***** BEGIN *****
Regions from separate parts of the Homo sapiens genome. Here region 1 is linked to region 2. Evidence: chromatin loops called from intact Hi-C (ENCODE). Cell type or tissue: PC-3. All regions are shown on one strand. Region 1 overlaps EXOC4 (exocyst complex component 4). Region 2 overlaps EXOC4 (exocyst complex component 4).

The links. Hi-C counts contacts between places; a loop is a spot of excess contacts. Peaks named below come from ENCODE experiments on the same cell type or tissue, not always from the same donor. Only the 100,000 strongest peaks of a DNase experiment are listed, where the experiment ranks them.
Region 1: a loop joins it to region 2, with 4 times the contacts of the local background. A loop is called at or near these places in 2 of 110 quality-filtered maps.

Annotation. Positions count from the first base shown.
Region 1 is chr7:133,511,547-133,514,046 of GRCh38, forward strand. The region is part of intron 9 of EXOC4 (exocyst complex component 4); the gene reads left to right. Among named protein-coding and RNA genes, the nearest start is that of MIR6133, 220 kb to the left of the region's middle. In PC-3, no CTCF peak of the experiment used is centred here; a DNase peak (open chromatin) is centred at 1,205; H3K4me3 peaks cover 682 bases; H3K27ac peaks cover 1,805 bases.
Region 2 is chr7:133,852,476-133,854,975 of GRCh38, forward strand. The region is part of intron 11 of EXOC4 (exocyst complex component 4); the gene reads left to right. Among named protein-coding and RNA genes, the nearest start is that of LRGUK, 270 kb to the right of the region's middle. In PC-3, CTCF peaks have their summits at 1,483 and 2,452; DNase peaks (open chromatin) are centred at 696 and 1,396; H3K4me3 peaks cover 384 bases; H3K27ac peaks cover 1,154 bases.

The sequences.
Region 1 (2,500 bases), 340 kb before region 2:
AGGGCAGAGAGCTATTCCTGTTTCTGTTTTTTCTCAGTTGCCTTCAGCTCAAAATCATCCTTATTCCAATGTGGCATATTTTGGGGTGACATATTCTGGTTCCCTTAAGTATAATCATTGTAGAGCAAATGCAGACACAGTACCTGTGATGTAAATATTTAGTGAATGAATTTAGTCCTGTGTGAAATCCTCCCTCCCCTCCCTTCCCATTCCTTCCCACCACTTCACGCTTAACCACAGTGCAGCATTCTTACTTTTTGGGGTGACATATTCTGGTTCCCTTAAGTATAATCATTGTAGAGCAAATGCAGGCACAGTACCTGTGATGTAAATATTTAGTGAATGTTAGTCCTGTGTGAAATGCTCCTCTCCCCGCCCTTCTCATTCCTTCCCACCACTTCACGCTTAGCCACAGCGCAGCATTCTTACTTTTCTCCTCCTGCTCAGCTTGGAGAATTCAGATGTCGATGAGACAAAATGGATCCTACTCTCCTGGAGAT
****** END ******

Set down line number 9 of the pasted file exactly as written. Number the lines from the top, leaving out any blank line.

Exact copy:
AGGGCAGAGAGCTATTCCTGTTTCTGTTTTTTCTCAGTTGCCTTCAGCTCAAAATCATCCTTATTCCAATGTGGCATATTTTGGGGTGACATATTCTGGTTCCCTTAAGTATAATCATTGTAGAGCAAATGCAGACACAGTACCTGTGATGTAAATATTTAGTGAATGAATTTAGTCCTGTGTGAAATCCTCCCTCCCCTCCCTTCCCATTCCTTCCCACCACTTCACGCTTAACCACAGTGCAGCATTCTTACTTTTTGGGGTGACATATTCTGGTTCCCTTAAGTATAATCATTGTAGAGCAAATGCAGGCACAGTACCTGTGATGTAAATATTTAGTGAATGTTAGTCCTGTGTGAAATGCTCCTCTCCCCGCCCTTCTCATTCCTTCCCACCACTTCACGCTTAGCCACAGCGCAGCATTCTTACTTTTCTCCTCCTGCTCAGCTTGGAGAATTCAGATGTCGATGAGACAAAATGGATCCTACTCTCCTGGAGAT